This book is intended not only to be a look into the political health of our times but a call to revitalize the Left, what he calls the liberation or emancipatory movements, to re-think their agendas to move forward again with the promise started so long ago. Metapolitics is a deeply rewarding reading experience with splashes of brilliance and eloquence and is a classic in political philosophy.
Even "difficult" thinkers such as Heidegger start in shallow water with simple concepts and take you on a journey, building arguments and challenging the writer's, and your own, assumptions. By the end of the journey, the writing points out areas for intellectual and emotional discovery. Difficult topics are approached cautiously and with precision.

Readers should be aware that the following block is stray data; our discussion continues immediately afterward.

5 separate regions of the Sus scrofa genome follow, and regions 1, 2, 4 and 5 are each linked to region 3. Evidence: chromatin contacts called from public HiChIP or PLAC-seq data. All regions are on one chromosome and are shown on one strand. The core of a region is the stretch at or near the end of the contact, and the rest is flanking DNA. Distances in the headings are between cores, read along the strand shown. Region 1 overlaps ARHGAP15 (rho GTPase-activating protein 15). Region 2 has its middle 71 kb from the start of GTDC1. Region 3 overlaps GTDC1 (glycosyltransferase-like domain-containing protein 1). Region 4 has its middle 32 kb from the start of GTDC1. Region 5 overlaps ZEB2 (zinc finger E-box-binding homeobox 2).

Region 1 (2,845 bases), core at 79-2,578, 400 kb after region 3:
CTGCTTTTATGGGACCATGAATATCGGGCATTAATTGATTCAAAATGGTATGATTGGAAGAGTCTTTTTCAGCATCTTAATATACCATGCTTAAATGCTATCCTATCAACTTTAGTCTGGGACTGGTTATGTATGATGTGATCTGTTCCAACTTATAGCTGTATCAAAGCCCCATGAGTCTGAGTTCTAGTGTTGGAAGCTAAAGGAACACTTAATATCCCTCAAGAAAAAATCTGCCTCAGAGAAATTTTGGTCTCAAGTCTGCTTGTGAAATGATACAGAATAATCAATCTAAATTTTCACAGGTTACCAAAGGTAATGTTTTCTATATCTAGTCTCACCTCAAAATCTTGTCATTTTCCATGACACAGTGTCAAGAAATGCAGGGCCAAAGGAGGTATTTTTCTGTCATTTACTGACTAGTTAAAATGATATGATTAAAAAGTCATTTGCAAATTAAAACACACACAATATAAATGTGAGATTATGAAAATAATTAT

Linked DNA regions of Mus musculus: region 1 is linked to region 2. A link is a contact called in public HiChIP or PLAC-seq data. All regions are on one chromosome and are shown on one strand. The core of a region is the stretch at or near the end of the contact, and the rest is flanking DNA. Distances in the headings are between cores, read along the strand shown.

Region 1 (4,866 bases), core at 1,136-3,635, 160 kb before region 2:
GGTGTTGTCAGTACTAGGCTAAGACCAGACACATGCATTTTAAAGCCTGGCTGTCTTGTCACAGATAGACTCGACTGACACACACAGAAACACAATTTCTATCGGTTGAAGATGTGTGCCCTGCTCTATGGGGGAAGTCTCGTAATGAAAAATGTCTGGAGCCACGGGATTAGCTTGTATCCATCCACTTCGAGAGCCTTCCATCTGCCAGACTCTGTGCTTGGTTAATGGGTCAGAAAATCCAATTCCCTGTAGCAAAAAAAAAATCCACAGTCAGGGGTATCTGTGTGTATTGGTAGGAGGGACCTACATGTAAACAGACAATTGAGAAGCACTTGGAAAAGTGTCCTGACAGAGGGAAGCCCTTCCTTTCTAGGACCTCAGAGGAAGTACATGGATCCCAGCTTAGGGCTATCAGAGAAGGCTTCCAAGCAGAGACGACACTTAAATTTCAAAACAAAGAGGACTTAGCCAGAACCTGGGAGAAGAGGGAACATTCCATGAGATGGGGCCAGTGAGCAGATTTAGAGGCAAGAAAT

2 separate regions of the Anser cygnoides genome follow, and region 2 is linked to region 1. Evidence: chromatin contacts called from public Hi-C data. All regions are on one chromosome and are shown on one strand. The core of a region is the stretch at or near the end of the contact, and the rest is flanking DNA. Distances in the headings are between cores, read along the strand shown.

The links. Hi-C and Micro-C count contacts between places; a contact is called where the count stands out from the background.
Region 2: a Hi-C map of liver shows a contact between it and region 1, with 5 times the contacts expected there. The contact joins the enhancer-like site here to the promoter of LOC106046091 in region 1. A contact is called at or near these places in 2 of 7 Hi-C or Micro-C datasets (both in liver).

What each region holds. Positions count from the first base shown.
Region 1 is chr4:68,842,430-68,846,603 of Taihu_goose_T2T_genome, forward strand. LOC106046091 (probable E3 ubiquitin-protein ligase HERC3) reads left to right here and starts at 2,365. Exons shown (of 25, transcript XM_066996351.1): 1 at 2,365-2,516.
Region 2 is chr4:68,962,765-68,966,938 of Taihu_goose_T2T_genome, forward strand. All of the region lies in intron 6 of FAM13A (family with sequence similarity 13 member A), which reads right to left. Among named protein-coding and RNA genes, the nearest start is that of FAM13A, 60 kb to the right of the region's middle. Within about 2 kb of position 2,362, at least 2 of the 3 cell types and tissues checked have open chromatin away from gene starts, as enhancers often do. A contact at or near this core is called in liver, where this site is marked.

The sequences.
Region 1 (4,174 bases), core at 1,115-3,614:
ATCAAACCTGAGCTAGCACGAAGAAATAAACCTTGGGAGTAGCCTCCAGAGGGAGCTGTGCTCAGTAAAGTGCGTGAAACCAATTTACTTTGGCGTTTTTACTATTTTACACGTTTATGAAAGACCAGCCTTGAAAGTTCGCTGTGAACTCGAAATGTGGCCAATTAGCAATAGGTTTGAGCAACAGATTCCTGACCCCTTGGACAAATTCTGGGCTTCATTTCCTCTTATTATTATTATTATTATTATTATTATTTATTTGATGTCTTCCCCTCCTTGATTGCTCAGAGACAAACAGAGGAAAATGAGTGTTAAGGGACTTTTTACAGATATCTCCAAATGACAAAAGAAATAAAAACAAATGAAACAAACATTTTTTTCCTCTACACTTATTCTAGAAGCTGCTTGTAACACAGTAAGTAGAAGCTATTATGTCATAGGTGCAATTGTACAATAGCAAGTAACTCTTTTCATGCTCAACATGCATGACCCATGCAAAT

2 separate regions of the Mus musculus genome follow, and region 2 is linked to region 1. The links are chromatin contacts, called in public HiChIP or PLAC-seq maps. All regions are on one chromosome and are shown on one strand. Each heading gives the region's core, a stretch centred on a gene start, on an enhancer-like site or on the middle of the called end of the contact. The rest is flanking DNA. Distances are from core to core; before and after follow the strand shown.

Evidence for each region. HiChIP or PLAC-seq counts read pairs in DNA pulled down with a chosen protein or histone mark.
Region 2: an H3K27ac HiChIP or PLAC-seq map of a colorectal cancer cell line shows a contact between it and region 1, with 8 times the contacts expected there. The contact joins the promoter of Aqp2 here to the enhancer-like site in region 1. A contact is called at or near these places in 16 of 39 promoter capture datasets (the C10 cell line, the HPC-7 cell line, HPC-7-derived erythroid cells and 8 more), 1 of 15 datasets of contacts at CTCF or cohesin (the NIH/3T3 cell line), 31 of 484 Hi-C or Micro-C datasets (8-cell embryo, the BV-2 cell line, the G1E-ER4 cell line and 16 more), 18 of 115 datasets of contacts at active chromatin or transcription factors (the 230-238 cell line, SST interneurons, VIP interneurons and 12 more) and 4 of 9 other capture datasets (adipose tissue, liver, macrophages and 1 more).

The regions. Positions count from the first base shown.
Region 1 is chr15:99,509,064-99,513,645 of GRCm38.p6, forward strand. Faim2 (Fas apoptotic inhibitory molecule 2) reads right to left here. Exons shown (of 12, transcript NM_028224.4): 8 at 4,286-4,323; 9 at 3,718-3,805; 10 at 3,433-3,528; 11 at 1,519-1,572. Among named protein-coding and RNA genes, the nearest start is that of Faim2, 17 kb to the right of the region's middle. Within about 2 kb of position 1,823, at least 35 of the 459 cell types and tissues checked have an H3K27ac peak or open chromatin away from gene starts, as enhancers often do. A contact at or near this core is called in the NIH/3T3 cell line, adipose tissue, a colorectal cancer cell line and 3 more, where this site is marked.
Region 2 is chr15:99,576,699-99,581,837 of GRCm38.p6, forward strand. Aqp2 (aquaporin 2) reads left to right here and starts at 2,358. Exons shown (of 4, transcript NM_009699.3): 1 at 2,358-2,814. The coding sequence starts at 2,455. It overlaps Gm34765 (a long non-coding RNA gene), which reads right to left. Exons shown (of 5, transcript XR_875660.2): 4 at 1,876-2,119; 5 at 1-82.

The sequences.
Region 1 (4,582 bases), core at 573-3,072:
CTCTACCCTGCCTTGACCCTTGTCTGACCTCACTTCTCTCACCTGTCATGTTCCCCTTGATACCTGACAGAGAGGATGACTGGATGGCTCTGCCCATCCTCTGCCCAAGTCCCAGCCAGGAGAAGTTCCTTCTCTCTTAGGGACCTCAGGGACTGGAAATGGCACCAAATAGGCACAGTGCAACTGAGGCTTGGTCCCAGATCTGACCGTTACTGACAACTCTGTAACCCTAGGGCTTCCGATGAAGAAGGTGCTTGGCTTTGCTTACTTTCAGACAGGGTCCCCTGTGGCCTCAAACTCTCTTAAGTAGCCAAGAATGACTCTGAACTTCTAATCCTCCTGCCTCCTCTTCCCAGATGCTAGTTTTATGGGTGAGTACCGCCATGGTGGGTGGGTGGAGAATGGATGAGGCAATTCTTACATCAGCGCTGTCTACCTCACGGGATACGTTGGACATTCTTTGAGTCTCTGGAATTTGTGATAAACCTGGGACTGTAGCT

Badiou relies on too many unexplained and weak assumptions along with huge leaps of faith. One can expect that a reader needs to bring with them some "basic principles" that don't bear repeating. However even here (or perhaps especially so) the great philosophers and thinkers put you to task, challenging key ideas or thought processes. In Metapolitics, there is something lazy and haphazard about how the thoughts are strung together with assumptions or concepts dangerously passed over, leading one to a feeling that the conclusions reached are suspect. Or worse, that the effort expended doesn't really bear any fruit.